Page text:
The last time I remember writing something about the long overdue and over-budget F-35 fighter plane, it was July 2013 and it was another short bit about how the Department of Defense was going to buy even more of a plane that is already costing at least 70 percent much as originally advertised but, well, you know, shit happens…
Last February, The Fiscal Times wrote a daming expose on "The Pentagon's Incredible $1.5 Trillion Mistake":
Equally impossible to ignore is the $1.5 trillion price tag for one of the biggest failures in Pentagon history. $1.5 trillion is the cost of operating the air craft for 55 years, an amount that has been consistently increased as the program drags on. It's the most expensive weapons system the Pentagon has ever commissioned. And as problems mount, there are growing concerns that the F-35 will never fly a combat mission.
Now Reuters is reporting that
The Pentagon repeatedly waived laws banning Chinese-built components on U.S. weapons in order to keep the $392 billion Lockheed Martin Corp F-35 fighter program on track in 2012 and 2013, even as U.S. officials were voicing concern about China's espionage and military buildup.
According to Pentagon documents reviewed by Reuters, chief U.S. arms buyer Frank Kendall allowed two F-35 suppliers, Northrop Grumman Corp and Honeywell International Inc, to use Chinese magnets for the new warplane's radar system, landing gears and other hardware. Without the waivers, both companies could have faced sanctions for violating federal law and the F-35 program could have faced further delays.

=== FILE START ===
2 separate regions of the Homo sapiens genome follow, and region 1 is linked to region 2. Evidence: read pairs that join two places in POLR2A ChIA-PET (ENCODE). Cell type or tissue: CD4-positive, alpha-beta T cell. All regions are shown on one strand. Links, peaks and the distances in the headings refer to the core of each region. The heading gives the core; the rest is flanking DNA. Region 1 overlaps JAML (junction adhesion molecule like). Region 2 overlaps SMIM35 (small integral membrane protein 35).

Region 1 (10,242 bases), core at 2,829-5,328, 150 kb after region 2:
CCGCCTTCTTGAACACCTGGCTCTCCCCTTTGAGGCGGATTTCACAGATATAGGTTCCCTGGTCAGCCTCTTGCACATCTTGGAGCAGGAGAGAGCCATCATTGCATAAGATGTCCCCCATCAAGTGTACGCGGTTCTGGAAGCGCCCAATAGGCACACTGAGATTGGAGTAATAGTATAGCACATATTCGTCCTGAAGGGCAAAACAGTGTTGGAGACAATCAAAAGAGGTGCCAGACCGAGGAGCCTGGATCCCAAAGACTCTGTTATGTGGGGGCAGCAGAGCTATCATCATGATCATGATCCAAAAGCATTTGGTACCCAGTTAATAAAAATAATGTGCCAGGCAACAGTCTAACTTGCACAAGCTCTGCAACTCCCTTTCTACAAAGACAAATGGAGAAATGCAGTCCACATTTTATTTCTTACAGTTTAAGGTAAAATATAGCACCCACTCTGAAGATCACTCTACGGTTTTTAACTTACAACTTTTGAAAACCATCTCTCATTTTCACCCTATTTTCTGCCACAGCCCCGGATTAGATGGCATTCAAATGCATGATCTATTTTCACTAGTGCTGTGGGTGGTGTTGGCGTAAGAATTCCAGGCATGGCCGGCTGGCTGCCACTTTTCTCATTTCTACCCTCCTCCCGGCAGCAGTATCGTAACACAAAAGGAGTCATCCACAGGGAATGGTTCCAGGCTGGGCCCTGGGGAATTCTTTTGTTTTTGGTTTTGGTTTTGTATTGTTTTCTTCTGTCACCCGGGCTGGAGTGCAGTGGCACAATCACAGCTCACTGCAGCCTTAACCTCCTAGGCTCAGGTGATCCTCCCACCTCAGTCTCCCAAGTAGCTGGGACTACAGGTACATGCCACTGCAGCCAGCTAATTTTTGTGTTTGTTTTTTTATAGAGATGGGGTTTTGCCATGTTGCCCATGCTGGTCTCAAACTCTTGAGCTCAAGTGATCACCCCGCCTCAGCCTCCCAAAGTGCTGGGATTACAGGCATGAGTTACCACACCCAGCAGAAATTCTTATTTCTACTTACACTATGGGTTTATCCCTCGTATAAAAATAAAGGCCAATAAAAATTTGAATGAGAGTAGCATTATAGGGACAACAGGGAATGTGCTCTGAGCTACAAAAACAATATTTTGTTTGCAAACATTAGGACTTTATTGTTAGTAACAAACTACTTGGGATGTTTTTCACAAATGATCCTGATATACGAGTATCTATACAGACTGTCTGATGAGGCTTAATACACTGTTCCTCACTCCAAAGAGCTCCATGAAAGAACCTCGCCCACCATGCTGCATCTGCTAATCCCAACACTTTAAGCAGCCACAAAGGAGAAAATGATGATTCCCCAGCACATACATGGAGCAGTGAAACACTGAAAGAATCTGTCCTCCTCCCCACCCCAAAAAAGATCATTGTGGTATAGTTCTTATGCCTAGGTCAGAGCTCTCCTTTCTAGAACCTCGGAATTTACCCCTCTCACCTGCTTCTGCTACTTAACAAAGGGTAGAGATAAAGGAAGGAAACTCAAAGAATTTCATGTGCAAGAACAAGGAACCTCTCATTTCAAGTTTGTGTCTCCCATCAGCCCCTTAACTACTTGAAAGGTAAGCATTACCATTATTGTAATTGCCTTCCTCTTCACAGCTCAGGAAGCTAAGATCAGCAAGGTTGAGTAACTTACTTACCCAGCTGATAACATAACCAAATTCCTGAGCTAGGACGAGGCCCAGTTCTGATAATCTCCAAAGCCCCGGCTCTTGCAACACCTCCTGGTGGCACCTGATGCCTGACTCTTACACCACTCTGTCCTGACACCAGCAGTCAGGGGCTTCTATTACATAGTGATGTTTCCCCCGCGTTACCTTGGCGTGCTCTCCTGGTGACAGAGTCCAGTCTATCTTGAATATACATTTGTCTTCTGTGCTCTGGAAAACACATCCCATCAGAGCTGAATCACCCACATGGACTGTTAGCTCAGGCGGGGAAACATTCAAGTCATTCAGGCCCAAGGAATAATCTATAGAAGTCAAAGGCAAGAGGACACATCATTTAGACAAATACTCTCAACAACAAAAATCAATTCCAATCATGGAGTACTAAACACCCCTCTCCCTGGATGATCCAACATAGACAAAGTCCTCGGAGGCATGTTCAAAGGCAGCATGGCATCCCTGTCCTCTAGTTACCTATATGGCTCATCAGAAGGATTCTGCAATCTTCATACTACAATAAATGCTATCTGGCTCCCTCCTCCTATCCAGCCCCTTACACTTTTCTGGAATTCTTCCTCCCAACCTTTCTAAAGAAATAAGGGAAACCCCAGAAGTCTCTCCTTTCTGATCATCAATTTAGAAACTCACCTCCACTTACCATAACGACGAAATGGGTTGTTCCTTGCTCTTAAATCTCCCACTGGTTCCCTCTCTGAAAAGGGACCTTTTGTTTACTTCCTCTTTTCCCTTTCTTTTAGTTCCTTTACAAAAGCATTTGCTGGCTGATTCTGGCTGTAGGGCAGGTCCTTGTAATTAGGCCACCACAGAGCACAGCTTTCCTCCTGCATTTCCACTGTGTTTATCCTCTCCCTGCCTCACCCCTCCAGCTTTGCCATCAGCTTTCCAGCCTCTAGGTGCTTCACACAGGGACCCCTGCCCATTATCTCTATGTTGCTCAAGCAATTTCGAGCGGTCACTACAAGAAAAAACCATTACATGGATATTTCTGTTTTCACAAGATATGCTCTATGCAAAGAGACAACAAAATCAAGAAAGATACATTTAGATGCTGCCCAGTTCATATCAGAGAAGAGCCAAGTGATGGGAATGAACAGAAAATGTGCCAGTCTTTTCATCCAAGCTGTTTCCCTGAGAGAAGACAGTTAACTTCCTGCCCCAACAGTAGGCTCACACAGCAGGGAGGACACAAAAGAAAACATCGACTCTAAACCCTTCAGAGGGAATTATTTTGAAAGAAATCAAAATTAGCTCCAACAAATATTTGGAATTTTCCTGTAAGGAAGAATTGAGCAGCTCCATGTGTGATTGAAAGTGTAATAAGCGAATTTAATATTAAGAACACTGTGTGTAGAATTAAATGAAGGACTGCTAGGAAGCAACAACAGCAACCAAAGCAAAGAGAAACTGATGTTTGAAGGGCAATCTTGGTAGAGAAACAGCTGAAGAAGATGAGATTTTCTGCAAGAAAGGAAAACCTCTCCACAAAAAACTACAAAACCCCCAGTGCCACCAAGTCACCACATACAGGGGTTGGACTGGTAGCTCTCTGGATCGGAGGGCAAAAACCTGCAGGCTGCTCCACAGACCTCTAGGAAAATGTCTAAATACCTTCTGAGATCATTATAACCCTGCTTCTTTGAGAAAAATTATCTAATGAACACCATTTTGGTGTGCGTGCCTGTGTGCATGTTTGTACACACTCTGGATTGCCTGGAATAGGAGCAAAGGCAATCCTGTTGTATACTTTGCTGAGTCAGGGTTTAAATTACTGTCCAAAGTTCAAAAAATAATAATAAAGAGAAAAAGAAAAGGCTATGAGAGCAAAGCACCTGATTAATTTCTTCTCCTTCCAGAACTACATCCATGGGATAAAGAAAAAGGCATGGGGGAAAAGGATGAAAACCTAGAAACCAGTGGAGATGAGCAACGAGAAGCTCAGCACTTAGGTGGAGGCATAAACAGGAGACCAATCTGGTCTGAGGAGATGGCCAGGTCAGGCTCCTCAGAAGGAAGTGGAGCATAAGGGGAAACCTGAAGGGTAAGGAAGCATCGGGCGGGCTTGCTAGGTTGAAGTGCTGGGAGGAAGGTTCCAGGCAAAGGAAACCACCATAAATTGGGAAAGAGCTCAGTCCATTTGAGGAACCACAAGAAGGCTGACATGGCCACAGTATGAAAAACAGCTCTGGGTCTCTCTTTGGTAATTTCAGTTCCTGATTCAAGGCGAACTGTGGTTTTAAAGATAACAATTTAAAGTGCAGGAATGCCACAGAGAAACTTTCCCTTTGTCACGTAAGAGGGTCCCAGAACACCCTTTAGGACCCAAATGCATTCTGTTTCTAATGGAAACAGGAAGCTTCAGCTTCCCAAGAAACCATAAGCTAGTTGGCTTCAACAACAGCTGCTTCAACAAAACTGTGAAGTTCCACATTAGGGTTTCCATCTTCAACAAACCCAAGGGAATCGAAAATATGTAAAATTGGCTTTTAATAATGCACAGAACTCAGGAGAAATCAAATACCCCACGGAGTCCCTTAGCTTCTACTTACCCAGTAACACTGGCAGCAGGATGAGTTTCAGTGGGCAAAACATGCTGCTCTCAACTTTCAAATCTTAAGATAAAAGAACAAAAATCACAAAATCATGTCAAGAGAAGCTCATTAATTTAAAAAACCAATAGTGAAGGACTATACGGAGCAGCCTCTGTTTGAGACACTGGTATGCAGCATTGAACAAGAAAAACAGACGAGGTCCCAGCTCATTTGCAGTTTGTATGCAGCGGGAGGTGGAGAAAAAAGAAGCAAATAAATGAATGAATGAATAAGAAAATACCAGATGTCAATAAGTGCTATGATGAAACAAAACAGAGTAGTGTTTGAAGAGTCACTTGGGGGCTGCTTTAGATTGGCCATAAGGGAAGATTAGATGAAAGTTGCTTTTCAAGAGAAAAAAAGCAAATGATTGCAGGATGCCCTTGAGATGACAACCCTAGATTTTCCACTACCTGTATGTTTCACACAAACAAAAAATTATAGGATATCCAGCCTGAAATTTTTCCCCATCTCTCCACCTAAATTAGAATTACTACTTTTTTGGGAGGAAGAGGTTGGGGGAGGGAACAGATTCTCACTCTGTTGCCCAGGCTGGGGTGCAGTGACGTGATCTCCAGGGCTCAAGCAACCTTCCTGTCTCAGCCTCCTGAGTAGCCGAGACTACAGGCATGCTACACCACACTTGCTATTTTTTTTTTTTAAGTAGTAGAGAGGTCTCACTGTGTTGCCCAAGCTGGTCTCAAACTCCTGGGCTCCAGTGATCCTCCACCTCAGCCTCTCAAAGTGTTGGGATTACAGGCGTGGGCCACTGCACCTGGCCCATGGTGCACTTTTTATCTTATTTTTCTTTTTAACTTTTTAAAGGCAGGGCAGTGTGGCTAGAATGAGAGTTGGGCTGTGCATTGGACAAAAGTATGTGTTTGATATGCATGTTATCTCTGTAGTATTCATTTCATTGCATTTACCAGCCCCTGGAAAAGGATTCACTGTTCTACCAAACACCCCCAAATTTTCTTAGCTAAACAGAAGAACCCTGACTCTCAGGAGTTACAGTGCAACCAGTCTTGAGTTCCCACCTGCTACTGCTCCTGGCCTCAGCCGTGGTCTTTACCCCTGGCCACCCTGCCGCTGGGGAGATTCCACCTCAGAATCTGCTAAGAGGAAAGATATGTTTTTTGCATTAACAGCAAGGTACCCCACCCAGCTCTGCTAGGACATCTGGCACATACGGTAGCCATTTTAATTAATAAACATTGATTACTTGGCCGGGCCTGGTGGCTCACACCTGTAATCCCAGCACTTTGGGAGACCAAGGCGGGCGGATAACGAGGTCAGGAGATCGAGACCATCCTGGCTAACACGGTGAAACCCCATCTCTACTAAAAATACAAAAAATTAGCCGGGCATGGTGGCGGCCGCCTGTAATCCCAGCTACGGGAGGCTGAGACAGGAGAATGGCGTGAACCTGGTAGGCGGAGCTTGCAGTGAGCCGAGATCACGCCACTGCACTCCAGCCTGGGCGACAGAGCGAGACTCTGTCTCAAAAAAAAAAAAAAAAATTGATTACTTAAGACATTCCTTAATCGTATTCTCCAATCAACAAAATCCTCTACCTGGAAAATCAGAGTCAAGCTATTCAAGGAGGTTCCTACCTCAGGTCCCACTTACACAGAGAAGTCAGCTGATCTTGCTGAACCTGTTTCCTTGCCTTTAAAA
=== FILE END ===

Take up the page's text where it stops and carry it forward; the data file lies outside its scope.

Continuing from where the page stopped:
The Government Accountability Office (GAO) will release a report on the matter in March.
Another fun fact: If the Pentagon gets all the F-35s it wants, it will possess 15 times the number of planes that China has. Assuming at least some of those rustbuckets work (and aren't carrying Chi-Com hardware that is beaming info back to Beijing), we should be pretty safe from that air war over the Pacific everyone is predicting to commence any minute now.
Oh yeah, and while we wait for the GAO report to hit the newsstands, suck on this: The United States already accounts for fully 40 percent of the planet's spending on military and defense spending rose by 80 percent in inflation-adjusted dollars between 2001 and 2012. And somewhere in Arizona is a military aircraft graveyard packe with over $35 billion (with a b!) in never-used and nearly-new planes.